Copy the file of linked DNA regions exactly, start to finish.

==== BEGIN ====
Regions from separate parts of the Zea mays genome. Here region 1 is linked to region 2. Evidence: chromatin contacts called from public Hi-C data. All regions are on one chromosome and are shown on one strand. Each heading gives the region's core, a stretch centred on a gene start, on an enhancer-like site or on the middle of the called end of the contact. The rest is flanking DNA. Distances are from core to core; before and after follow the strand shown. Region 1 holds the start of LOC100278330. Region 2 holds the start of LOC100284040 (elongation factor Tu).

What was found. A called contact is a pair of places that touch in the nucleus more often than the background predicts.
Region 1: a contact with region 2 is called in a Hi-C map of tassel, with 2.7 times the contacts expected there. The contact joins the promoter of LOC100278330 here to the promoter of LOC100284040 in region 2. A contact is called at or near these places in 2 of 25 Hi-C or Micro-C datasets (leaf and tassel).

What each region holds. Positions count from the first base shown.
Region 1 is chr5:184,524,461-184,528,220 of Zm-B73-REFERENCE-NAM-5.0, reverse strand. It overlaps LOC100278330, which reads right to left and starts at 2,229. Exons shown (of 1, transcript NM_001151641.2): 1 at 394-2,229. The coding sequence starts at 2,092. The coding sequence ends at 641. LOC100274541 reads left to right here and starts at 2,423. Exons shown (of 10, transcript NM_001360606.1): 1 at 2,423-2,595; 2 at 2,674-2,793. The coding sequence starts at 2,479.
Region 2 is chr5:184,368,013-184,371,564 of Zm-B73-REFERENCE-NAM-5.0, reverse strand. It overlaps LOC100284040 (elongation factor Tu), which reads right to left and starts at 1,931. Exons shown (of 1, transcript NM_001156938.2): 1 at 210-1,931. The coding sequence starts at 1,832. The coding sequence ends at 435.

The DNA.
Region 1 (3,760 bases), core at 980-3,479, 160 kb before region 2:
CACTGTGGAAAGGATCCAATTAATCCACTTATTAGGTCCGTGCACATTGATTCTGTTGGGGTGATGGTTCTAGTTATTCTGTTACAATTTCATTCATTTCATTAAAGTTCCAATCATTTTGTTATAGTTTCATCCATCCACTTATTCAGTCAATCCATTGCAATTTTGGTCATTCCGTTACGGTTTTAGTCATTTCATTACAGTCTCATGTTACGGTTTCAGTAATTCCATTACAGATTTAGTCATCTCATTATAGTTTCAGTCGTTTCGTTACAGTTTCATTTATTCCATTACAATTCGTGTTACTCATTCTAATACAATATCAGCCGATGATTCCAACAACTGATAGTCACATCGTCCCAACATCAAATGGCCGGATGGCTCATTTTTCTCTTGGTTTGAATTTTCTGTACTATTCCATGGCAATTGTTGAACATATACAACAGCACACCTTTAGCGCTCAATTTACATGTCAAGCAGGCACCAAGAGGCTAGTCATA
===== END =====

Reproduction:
Regions from separate parts of the Zea mays genome. Here region 1 is linked to region 2. Evidence: chromatin contacts called from public Hi-C data. All regions are on one chromosome and are shown on one strand. Each heading gives the region's core, a stretch centred on a gene start, on an enhancer-like site or on the middle of the called end of the contact. The rest is flanking DNA. Distances are from core to core; before and after follow the strand shown. Region 1 holds the start of LOC100278330. Region 2 holds the start of LOC100284040 (elongation factor Tu).

What was found. A called contact is a pair of places that touch in the nucleus more often than the background predicts.
Region 1: a contact with region 2 is called in a Hi-C map of tassel, with 2.7 times the contacts expected there. The contact joins the promoter of LOC100278330 here to the promoter of LOC100284040 in region 2. A contact is called at or near these places in 2 of 25 Hi-C or Micro-C datasets (leaf and tassel).

What each region holds. Positions count from the first base shown.
Region 1 is chr5:184,524,461-184,528,220 of Zm-B73-REFERENCE-NAM-5.0, reverse strand. It overlaps LOC100278330, which reads right to left and starts at 2,229. Exons shown (of 1, transcript NM_001151641.2): 1 at 394-2,229. The coding sequence starts at 2,092. The coding sequence ends at 641. LOC100274541 reads left to right here and starts at 2,423. Exons shown (of 10, transcript NM_001360606.1): 1 at 2,423-2,595; 2 at 2,674-2,793. The coding sequence starts at 2,479.
Region 2 is chr5:184,368,013-184,371,564 of Zm-B73-REFERENCE-NAM-5.0, reverse strand. It overlaps LOC100284040 (elongation factor Tu), which reads right to left and starts at 1,931. Exons shown (of 1, transcript NM_001156938.2): 1 at 210-1,931. The coding sequence starts at 1,832. The coding sequence ends at 435.

The DNA.
Region 1 (3,760 bases), core at 980-3,479, 160 kb before region 2:
CACTGTGGAAAGGATCCAATTAATCCACTTATTAGGTCCGTGCACATTGATTCTGTTGGGGTGATGGTTCTAGTTATTCTGTTACAATTTCATTCATTTCATTAAAGTTCCAATCATTTTGTTATAGTTTCATCCATCCACTTATTCAGTCAATCCATTGCAATTTTGGTCATTCCGTTACGGTTTTAGTCATTTCATTACAGTCTCATGTTACGGTTTCAGTAATTCCATTACAGATTTAGTCATCTCATTATAGTTTCAGTCGTTTCGTTACAGTTTCATTTATTCCATTACAATTCGTGTTACTCATTCTAATACAATATCAGCCGATGATTCCAACAACTGATAGTCACATCGTCCCAACATCAAATGGCCGGATGGCTCATTTTTCTCTTGGTTTGAATTTTCTGTACTATTCCATGGCAATTGTTGAACATATACAACAGCACACCTTTAGCGCTCAATTTACATGTCAAGCAGGCACCAAGAGGCTAGTCATA